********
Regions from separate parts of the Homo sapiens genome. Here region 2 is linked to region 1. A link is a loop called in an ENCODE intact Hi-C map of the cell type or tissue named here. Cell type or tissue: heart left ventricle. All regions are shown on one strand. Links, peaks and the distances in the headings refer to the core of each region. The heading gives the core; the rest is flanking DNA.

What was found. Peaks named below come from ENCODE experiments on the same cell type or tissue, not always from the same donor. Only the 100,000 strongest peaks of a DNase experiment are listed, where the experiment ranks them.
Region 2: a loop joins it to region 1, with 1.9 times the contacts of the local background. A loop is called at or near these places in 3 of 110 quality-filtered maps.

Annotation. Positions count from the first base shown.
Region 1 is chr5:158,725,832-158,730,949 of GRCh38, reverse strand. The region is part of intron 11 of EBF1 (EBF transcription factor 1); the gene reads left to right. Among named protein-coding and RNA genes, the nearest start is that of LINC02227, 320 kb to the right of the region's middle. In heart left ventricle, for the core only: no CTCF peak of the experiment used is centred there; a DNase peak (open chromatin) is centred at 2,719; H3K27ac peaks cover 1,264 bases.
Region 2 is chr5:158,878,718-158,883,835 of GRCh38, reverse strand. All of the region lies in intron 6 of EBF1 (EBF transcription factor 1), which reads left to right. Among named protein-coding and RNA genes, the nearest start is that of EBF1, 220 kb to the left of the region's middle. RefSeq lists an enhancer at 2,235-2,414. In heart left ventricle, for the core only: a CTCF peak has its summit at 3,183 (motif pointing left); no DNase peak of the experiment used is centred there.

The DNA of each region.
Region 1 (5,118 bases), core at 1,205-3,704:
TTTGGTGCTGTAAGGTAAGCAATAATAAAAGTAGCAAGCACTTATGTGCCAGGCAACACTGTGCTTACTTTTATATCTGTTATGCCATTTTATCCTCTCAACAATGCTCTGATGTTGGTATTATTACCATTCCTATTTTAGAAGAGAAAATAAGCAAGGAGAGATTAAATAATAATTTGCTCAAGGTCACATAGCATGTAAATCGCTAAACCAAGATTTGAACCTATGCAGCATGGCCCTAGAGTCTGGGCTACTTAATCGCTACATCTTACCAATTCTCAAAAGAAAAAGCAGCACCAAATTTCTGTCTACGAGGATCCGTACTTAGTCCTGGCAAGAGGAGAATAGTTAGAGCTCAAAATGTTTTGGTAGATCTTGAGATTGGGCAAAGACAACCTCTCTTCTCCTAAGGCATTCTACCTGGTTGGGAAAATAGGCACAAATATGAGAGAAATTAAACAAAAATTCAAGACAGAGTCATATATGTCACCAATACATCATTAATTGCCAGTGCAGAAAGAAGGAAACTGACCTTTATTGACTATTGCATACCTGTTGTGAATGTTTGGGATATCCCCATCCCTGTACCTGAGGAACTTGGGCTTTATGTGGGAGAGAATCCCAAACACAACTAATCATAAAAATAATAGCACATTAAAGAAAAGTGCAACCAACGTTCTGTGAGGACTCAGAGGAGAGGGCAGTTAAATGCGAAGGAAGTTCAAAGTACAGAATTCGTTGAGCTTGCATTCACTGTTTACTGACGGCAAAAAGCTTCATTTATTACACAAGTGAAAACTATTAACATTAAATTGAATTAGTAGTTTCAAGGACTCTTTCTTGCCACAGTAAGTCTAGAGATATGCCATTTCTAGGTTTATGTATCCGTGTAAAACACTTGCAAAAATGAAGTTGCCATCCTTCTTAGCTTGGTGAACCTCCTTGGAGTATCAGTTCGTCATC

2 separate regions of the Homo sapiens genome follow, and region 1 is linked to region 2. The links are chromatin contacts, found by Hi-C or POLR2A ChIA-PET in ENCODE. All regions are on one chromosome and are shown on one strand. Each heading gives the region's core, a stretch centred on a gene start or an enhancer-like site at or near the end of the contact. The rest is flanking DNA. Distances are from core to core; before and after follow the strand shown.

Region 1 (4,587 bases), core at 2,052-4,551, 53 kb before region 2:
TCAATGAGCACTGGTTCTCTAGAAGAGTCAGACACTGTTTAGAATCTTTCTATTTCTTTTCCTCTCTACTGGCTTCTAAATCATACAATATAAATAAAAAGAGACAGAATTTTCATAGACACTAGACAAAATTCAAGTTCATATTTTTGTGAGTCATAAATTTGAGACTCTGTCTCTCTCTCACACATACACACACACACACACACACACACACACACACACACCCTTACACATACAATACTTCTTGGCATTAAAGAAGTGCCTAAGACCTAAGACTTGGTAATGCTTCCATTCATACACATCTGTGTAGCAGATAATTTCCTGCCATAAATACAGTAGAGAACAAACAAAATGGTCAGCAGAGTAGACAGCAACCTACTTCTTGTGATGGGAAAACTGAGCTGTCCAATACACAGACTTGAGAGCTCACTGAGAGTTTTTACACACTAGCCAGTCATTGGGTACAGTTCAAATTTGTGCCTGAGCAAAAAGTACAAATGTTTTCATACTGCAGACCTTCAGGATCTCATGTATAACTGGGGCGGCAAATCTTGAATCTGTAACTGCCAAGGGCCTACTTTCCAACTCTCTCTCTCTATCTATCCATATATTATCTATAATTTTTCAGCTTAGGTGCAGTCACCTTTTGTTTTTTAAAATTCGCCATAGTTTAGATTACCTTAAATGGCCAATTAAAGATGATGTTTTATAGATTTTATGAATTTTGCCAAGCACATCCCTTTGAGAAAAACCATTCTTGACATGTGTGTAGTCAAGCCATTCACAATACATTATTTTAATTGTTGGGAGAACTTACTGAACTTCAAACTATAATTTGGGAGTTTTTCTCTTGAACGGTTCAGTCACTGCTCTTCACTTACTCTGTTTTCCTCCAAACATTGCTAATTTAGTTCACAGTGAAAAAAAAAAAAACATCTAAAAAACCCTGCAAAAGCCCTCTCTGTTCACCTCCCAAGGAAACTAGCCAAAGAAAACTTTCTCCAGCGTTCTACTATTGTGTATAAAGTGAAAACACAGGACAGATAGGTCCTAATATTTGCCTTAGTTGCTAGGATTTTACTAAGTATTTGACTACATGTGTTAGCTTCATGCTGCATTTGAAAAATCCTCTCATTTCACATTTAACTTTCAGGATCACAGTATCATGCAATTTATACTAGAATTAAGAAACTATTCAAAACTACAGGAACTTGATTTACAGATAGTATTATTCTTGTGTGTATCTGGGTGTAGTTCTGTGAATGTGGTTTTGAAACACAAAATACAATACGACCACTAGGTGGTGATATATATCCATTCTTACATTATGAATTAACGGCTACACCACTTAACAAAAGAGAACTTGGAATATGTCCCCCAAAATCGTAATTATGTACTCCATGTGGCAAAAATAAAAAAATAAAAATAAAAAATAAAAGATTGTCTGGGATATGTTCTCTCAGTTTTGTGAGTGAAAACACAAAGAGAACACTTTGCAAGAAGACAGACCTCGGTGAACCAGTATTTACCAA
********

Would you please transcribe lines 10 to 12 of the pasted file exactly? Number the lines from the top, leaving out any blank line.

2 separate regions of the Homo sapiens genome follow, and region 1 is linked to region 2. The links are chromatin contacts, found by Hi-C or POLR2A ChIA-PET in ENCODE. All regions are on one chromosome and are shown on one strand. Each heading gives the region's core, a stretch centred on a gene start or an enhancer-like site at or near the end of the contact. The rest is flanking DNA. Distances are from core to core; before and after follow the strand shown.

Region 1 (4,587 bases), core at 2,052-4,551, 53 kb before region 2:
TCAATGAGCACTGGTTCTCTAGAAGAGTCAGACACTGTTTAGAATCTTTCTATTTCTTTTCCTCTCTACTGGCTTCTAAATCATACAATATAAATAAAAAGAGACAGAATTTTCATAGACACTAGACAAAATTCAAGTTCATATTTTTGTGAGTCATAAATTTGAGACTCTGTCTCTCTCTCACACATACACACACACACACACACACACACACACACACACACCCTTACACATACAATACTTCTTGGCATTAAAGAAGTGCCTAAGACCTAAGACTTGGTAATGCTTCCATTCATACACATCTGTGTAGCAGATAATTTCCTGCCATAAATACAGTAGAGAACAAACAAAATGGTCAGCAGAGTAGACAGCAACCTACTTCTTGTGATGGGAAAACTGAGCTGTCCAATACACAGACTTGAGAGCTCACTGAGAGTTTTTACACACTAGCCAGTCATTGGGTACAGTTCAAATTTGTGCCTGAGCAAAAAGTACAAATGTTTTCATACTGCAGACCTTCAGGATCTCATGTATAACTGGGGCGGCAAATCTTGAATCTGTAACTGCCAAGGGCCTACTTTCCAACTCTCTCTCTCTATCTATCCATATATTATCTATAATTTTTCAGCTTAGGTGCAGTCACCTTTTGTTTTTTAAAATTCGCCATAGTTTAGATTACCTTAAATGGCCAATTAAAGATGATGTTTTATAGATTTTATGAATTTTGCCAAGCACATCCCTTTGAGAAAAACCATTCTTGACATGTGTGTAGTCAAGCCATTCACAATACATTATTTTAATTGTTGGGAGAACTTACTGAACTTCAAACTATAATTTGGGAGTTTTTCTCTTGAACGGTTCAGTCACTGCTCTTCACTTACTCTGTTTTCCTCCAAACATTGCTAATTTAGTTCACAGTGAAAAAAAAAAAAACATCTAAAAAACCCTGCAAAAGCCCTCTCTGTTCACCTCCCAAGGAAACTAGCCAAAGAAAACTTTCTCCAGCGTTCTACTATTGTGTATAAAGTGAAAACACAGGACAGATAGGTCCTAATATTTGCCTTAGTTGCTAGGATTTTACTAAGTATTTGACTACATGTGTTAGCTTCATGCTGCATTTGAAAAATCCTCTCATTTCACATTTAACTTTCAGGATCACAGTATCATGCAATTTATACTAGAATTAAGAAACTATTCAAAACTACAGGAACTTGATTTACAGATAGTATTATTCTTGTGTGTATCTGGGTGTAGTTCTGTGAATGTGGTTTTGAAACACAAAATACAATACGACCACTAGGTGGTGATATATATCCATTCTTACATTATGAATTAACGGCTACACCACTTAACAAAAGAGAACTTGGAATATGTCCCCCAAAATCGTAATTATGTACTCCATGTGGCAAAAATAAAAAAATAAAAATAAAAAATAAAAGATTGTCTGGGATATGTTCTCTCAGTTTTGTGAGTGAAAACACAAAGAGAACACTTTGCAAGAAGACAGACCTCGGTGAACCAGTATTTACCAA